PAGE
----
Thursday, September 30, 2010

The Hygiene/Product/Relation model fo...

This is a little something I wrote a year ago to clarify my thoughts on the future of telcos. It's still in a draft format, but it also may still be useful so I'm publishing it. sept 30 - 2010 - rmz


A Hygiene/Product/Relationship model
for communication products.


Bjørn Remseth

October 2009

The basic idea

Communication products satisfy needs may conveniently be grouped into three groups: Hygiene, Product, and Relationship. The hygiene needs contains features fulfilling that absolutely positively needs to be in order for anyone to bother using a product. Product features are whatever is necessary to work with products: Names, brands, pricing, product identifiers etc. Relationships are the reason why communication takes place in the first place: They motivate the need for communication.

Motivation and inspiration

The model is inspired by Maslow and Hertzberg's work.

Maslow's studied successful people:

Maslow based his model on studies of successful people (Einstein being one of them), so in a sense he worked "top down" to make some sort of sense of how successful people (self-realizers) behaved. In brief, what he found was
Maslow saw human beings' needs arranged like a ladder. The most basic
needs, at the bottom, were physical—air, water, food, sleep. Then came
safety needs—security, stability—followed by psychological, or social
needs—for belonging, love, acceptance. Then, came esteem needs—to feel
achievement, status, responsibility, and reputation. At the top of it
all were the self-actualizing needs—the need to fulfill oneself, to
become all that one is capable of becoming.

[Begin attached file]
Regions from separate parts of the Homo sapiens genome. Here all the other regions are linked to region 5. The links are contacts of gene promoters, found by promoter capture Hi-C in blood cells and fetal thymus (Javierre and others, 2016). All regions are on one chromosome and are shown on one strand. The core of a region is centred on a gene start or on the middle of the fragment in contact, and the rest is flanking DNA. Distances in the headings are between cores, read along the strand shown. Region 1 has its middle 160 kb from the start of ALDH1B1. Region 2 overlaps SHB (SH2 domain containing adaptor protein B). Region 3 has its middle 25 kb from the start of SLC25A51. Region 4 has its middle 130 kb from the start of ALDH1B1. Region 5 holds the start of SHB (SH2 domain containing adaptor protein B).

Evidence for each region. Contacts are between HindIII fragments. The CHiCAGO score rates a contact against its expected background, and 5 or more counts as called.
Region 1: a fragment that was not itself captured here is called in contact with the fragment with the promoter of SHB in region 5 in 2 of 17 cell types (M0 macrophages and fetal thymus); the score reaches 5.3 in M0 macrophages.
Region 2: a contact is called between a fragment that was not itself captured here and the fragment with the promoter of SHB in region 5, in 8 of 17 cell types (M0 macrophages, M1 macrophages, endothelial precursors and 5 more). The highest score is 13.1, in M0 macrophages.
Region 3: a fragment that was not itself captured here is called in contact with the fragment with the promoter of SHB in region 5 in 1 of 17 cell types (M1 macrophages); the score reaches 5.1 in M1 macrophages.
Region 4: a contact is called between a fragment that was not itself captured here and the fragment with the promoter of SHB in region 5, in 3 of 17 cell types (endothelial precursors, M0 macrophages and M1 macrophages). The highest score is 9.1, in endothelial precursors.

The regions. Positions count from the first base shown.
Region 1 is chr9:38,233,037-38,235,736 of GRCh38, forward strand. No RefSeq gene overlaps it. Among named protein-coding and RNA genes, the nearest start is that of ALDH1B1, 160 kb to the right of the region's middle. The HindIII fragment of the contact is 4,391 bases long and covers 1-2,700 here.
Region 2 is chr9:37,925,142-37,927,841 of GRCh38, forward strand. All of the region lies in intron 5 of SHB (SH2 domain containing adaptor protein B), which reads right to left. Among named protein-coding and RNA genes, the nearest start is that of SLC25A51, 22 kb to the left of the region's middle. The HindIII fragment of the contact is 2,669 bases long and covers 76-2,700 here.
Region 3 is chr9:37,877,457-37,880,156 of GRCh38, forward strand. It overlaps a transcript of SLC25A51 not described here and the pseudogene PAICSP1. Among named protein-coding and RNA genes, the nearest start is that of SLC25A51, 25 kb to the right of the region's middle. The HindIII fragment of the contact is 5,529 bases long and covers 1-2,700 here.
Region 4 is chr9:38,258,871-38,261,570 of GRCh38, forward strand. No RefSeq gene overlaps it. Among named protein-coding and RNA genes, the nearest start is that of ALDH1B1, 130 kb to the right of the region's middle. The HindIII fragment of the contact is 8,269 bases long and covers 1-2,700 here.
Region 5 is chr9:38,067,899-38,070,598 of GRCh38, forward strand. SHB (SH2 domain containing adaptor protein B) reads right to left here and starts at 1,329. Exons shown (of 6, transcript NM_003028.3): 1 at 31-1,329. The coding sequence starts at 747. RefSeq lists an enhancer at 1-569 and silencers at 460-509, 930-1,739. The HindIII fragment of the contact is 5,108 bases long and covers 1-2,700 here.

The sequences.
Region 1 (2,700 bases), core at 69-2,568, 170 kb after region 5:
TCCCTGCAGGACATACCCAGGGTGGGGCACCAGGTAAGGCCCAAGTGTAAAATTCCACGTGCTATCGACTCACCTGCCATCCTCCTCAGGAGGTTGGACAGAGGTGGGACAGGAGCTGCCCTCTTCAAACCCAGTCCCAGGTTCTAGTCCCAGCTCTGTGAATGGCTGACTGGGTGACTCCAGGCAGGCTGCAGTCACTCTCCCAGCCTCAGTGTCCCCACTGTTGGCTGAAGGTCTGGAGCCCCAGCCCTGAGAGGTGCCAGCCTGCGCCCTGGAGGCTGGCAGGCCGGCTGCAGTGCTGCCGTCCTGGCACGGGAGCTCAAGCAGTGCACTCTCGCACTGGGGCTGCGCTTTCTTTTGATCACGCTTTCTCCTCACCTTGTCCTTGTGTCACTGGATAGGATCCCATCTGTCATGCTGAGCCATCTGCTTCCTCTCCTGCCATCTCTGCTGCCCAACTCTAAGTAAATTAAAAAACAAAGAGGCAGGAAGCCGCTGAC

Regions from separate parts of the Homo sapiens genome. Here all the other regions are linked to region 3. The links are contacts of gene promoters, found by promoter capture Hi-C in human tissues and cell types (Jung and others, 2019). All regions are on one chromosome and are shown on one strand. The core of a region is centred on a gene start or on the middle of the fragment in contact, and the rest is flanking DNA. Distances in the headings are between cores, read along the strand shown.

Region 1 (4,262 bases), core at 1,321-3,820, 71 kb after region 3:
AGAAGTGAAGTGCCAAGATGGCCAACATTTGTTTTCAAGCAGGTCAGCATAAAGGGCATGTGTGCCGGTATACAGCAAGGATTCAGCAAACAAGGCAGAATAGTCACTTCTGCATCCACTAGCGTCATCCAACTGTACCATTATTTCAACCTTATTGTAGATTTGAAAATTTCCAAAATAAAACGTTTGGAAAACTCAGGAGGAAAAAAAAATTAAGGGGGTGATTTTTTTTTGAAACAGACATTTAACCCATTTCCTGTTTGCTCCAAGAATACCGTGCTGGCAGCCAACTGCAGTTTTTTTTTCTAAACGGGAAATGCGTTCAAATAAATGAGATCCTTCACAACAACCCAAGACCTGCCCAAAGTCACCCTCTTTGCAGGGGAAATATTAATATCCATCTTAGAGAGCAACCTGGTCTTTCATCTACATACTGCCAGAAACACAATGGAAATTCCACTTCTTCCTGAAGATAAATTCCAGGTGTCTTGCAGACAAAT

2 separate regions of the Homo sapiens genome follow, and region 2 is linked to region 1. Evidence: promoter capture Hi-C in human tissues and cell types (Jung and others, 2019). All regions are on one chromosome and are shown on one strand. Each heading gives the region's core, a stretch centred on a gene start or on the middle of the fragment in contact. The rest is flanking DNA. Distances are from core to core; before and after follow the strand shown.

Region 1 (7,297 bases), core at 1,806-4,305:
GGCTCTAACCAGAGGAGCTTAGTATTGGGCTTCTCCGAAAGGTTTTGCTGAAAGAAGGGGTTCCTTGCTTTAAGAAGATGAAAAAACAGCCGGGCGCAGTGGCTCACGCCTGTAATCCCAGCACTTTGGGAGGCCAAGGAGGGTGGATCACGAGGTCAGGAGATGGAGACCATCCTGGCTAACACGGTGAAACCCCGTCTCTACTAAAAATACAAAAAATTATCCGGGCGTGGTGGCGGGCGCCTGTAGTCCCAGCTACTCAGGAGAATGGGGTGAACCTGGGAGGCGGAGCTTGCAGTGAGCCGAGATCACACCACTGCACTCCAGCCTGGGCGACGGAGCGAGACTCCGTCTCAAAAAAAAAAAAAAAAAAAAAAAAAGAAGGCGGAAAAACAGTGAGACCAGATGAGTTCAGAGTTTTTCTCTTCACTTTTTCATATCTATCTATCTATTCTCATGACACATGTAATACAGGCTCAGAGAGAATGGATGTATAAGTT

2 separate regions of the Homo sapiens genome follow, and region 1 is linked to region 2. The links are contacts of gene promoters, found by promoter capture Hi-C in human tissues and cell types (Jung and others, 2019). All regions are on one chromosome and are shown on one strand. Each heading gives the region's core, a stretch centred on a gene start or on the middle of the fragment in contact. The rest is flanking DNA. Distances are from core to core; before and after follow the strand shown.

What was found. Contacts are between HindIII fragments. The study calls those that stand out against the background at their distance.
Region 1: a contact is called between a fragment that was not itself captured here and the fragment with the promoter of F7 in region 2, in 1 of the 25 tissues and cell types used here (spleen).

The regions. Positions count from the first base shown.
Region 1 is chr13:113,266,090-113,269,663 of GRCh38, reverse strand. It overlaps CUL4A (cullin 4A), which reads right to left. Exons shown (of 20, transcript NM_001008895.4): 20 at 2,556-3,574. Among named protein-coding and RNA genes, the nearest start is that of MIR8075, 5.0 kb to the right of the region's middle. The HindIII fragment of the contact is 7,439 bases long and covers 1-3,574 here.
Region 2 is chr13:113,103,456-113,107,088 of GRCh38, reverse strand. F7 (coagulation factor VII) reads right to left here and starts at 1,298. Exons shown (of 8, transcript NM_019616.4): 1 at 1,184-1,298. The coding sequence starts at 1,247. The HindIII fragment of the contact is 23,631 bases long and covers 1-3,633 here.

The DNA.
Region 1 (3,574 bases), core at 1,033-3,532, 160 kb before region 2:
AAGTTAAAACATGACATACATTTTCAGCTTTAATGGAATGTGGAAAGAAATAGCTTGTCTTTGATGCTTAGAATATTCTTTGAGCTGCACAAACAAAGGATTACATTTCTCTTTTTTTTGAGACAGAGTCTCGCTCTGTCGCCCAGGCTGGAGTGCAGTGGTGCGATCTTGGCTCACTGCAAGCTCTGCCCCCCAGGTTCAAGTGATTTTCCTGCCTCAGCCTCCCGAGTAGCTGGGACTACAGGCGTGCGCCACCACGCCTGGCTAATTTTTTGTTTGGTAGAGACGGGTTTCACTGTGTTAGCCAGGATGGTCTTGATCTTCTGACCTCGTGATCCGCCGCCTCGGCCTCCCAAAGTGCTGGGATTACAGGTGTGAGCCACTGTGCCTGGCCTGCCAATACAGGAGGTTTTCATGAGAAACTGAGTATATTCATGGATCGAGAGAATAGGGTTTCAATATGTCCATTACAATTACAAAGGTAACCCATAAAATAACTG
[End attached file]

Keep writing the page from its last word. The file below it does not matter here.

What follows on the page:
This is a useful model, since it means that all needs are not created equal. If you have no air, nothing is more important than air, but if you have enough air, even more air is not really of any concern. In my mind Maslow's layering ties in to the concept of diminishing returns but relates it to human motivation rather than economics. I find this important since motivation and tastes are highly important for human behavior, but economics says nothing about them.

Herzberg studied what motivated engineers and accounants at work:

Herzberg interviewed a couple of hundred accountants and engineers in the Pittsburg area to try figuring out what motivated them for work. His findings are summarized (very briefly :-) in Wikipedia:

Two-factor theory distinguishes between:

    • Motivators
      (e.g. challenging work, recognition, responsibility) which give
      positive satisfaction, arising from intrinsic conditions of the job
      itself, such as recognition, achievement, or personal growth
      [4], and

    • Hygiene factors (e.g. status, job security, salary
      and fringe benefits) which do not give positive satisfaction, although
      dissatisfaction results from their absence. These are extrinsic to the
      work itself, and include aspects such as company policies, supervisory
      practices, or wages/salary
    • (Source:

That is the basic idea: Hygiene factors are those needs to be fulfilled otherwise you'll be irritated, motivators are what will keep you there even if you only have a slight chance of achieving those needs.

Both Maslow's and Herzberg's models are nice constructions for human behavior in general, or at least for the generally successful people Maslow studied and the engineers and accountants in the Pittsburgh area Herzberg interviewed. But how can I apply them to understanding communication products in a business setting? Actually it turns out not to be so hard :-)

A three layer model of communications products

Product features seen as a set of Hygiene/Product/Relationship features.

I propose a model to describe communications products. The lowest level are the hygiene factors, the needs that has to be adequately addressed before anyone will even think about using the product on a regular basis. For speech telephony such factors will be sufficient basic geographic coverage, legal use of the service (as opposed to e.g. illegal radio telephony), adaquate voice quality, sufficient availability. Initially all of these factors will be basis for competition between companies, but as the industry matures it is to be expected that everyone who survives the competition will be adequate in these areas. It is probably fair to say that in a mature market all competitors have hygiene factors down cold, if not they wouldn't be competing. Over time exactly what constitutes a hygiene factor will probably change somewhat. Data communications and web browsing capabilities wasn't a hygiene factor when cellular phones were introduced, but it is arguably becoming one now.